As Mikael Sodergren, head of Imperial College Medical Cannabis Research Group, says:
“The data in itself is enough for further study, but not enough for any conclusions to be drawn.”
Van Breeman acknowledges this. He also clarifies that any CBD A/CBG A treatments are meant to work together with vaccination to create the most challenging conditions for the virus. As for the cannabinoid acids themselves, the study suggests that any supplement would have to be taken orally to be truly effective.
In an interview with Oregon Public Broadcasting (OPB), Van Breeman details why:
“I do not advocate for smoking these products because it definitely would contribute to the degradation of the anti-COVID compound CBD A and CBG A. A more effective approach might be oral administration as a dietary supplement in a pill form for example.”
That’s good news for anyone interested in these treatments but wants to avoid smoking. As for the effectiveness of future treatments in preventing COVID, Van Breeman still advocates for a holistic approach to safety and health.
“I would hope that subsequent clinical trials will demonstrate that these compounds prepared from hemp might help prevent COVID infection,” he says in the same interview with OPB. “Right now if any of us get exposed to a family member, a colleague at work or at school. . .we need to self-isolate and hope we don’t get sick. The best thing we know is just to take good care of ourselves, drink plenty of fluids and exercise and eat well.”
What products are available now?
This research offers hope, and the researchers involved see plenty of merit in some of the CBD products available today. While CBD isn’t one of the cannabinoids that prevent infection, its anti-inflammatory properties can offer great relief for symptoms.
Still, both CBD A and CBG A are compounds you’ll find in some of our CBD products. Here are two we recommend, according to what the study has shown so far.
RAW Enactiv CBD Gummies (Psychoactive)
These gummies are an all-natural, hemp-derived product made from CBD. The active CBD—made from a proprietary blend called Enzactive—is an organic compound, meaning there’s no synthetic formula involved in making it.
Gummies are a convenient form of CBD because they’re equally sized portions. This makes it easier to control dosages for beginners and advanced consumers alike. Each jar comes with 50 gummies for a total of 1250mg of Enzactive CBD, with tropical flavors available for a fruity treat.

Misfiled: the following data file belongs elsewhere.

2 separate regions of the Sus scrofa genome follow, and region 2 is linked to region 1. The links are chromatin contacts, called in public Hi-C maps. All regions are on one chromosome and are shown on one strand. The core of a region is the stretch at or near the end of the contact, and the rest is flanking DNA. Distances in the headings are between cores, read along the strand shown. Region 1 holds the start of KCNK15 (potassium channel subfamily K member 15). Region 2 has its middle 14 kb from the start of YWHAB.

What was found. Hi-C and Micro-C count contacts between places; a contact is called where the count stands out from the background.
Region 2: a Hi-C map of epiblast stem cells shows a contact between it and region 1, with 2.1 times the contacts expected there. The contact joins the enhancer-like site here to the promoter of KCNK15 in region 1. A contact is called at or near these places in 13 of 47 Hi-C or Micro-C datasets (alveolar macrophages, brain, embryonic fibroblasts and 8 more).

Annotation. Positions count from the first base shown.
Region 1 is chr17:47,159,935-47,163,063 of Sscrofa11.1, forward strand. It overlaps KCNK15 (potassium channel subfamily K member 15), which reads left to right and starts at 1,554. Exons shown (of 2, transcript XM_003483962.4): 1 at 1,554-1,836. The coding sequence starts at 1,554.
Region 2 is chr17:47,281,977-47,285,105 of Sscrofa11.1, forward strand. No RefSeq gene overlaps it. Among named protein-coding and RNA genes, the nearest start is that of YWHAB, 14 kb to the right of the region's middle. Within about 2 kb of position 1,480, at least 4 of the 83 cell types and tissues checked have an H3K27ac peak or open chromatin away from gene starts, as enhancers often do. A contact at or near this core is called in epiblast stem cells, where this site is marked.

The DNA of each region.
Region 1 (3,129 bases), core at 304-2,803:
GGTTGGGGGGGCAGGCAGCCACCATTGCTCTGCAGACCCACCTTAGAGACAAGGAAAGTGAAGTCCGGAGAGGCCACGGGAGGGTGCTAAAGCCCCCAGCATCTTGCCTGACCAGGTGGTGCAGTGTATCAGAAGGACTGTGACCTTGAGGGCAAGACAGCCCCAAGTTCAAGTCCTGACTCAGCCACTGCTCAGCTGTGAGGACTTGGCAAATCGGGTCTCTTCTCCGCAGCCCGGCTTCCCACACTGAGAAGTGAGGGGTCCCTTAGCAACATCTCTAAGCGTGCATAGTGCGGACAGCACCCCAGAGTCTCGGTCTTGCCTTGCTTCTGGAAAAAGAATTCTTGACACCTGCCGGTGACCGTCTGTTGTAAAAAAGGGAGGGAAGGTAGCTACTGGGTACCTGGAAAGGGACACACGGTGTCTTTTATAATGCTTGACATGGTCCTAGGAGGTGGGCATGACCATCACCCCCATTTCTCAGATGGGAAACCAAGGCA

While these gummies do not contain any THC, the Enzactive blend does have some psychoactive effects. This isn’t necessarily a con, but something to be aware of before buying or consuming the product.
Endocure CBD Softgels 750mg
Our second recommendation comes in the form of our Endocure CBD softgels. Like tinctures, you consume them orally, but without the hassle of measuring them out. You just pop and go!
Our softgels contain active compounds for several effects, from pain and stress relief to reduced anxiety. The liquid-filled gels promote better absorption of cannabinoids, ensuring that you get the full benefits of each one.
If you’re new to CBD products, we recommend only taking one softgel and giving your body time to feel the effects. Unlike vaping or smoking, edible CBD products need to be digested first, so we always recommend starting small when finding your comfort level.
Want to learn more about these products or any of our other CBD or THC products? Reach out to Burman’s Health Shop today!
The statements made regarding these products have not been evaluated by the Food and Drug Administration. The efficacy of these products has not been confirmed by FDA-approved research. These products are not intended to diagnose, treat, cure or prevent any disease. All information presented here is not meant as a substitute for or alternative to information from health care practitioners. Please consult your health care professional about potential interactions or other possible complications before using any product. The Federal Food, Drug and Cosmetic Act requires this notice.